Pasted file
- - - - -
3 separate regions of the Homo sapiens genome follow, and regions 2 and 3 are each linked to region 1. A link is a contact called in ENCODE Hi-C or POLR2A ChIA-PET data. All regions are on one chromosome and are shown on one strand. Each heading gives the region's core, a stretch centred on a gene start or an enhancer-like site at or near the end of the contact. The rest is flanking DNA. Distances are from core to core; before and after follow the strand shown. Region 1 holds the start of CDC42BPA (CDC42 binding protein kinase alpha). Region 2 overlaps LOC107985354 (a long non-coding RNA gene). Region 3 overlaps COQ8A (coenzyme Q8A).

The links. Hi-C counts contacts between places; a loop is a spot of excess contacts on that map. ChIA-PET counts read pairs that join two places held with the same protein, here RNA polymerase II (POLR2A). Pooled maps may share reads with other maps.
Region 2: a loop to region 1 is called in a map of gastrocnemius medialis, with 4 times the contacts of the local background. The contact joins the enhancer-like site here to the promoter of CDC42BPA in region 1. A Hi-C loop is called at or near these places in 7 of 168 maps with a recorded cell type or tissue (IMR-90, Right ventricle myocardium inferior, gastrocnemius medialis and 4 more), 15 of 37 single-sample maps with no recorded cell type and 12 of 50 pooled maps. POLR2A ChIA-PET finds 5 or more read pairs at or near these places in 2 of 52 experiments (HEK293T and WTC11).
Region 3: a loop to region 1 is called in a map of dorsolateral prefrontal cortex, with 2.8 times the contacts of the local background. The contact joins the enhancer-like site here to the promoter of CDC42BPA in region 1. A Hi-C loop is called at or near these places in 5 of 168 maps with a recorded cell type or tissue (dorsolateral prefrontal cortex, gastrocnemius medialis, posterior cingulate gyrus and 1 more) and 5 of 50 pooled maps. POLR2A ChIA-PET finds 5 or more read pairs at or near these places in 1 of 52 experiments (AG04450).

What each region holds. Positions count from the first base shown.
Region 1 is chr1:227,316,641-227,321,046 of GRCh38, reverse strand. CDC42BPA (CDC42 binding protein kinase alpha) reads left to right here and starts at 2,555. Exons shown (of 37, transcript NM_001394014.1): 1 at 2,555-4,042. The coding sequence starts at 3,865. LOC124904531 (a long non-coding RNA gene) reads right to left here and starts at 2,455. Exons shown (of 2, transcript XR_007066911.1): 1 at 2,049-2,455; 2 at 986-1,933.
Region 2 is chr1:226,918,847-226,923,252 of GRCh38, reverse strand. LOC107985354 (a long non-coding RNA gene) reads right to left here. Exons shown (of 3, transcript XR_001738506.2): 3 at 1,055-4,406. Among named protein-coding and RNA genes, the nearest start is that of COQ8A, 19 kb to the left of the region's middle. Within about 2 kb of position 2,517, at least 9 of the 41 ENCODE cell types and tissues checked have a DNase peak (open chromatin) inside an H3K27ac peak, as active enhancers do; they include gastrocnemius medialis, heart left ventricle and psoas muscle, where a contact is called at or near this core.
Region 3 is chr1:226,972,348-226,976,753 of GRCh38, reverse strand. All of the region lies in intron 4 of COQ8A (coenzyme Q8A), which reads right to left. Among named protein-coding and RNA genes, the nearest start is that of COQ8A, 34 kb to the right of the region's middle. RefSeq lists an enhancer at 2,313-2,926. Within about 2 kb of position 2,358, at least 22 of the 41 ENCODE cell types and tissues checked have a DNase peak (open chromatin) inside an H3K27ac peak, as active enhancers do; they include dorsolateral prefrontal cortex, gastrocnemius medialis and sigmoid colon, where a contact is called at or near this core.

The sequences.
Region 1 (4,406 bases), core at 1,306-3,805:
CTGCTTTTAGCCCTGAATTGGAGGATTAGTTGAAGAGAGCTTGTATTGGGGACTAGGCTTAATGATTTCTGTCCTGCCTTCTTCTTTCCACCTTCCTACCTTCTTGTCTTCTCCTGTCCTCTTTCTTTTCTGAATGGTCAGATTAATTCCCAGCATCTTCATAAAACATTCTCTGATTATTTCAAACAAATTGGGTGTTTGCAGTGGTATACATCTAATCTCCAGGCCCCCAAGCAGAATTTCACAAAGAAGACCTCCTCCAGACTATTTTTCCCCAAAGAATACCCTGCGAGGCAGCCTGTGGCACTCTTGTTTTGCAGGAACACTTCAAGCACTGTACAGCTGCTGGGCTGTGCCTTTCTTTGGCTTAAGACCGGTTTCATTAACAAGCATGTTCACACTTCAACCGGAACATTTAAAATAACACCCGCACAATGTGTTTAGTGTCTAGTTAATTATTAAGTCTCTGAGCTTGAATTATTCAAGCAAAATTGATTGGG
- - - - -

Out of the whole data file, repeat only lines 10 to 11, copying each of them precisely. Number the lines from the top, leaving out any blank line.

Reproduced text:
Region 1 (4,406 bases), core at 1,306-3,805:
CTGCTTTTAGCCCTGAATTGGAGGATTAGTTGAAGAGAGCTTGTATTGGGGACTAGGCTTAATGATTTCTGTCCTGCCTTCTTCTTTCCACCTTCCTACCTTCTTGTCTTCTCCTGTCCTCTTTCTTTTCTGAATGGTCAGATTAATTCCCAGCATCTTCATAAAACATTCTCTGATTATTTCAAACAAATTGGGTGTTTGCAGTGGTATACATCTAATCTCCAGGCCCCCAAGCAGAATTTCACAAAGAAGACCTCCTCCAGACTATTTTTCCCCAAAGAATACCCTGCGAGGCAGCCTGTGGCACTCTTGTTTTGCAGGAACACTTCAAGCACTGTACAGCTGCTGGGCTGTGCCTTTCTTTGGCTTAAGACCGGTTTCATTAACAAGCATGTTCACACTTCAACCGGAACATTTAAAATAACACCCGCACAATGTGTTTAGTGTCTAGTTAATTATTAAGTCTCTGAGCTTGAATTATTCAAGCAAAATTGATTGGG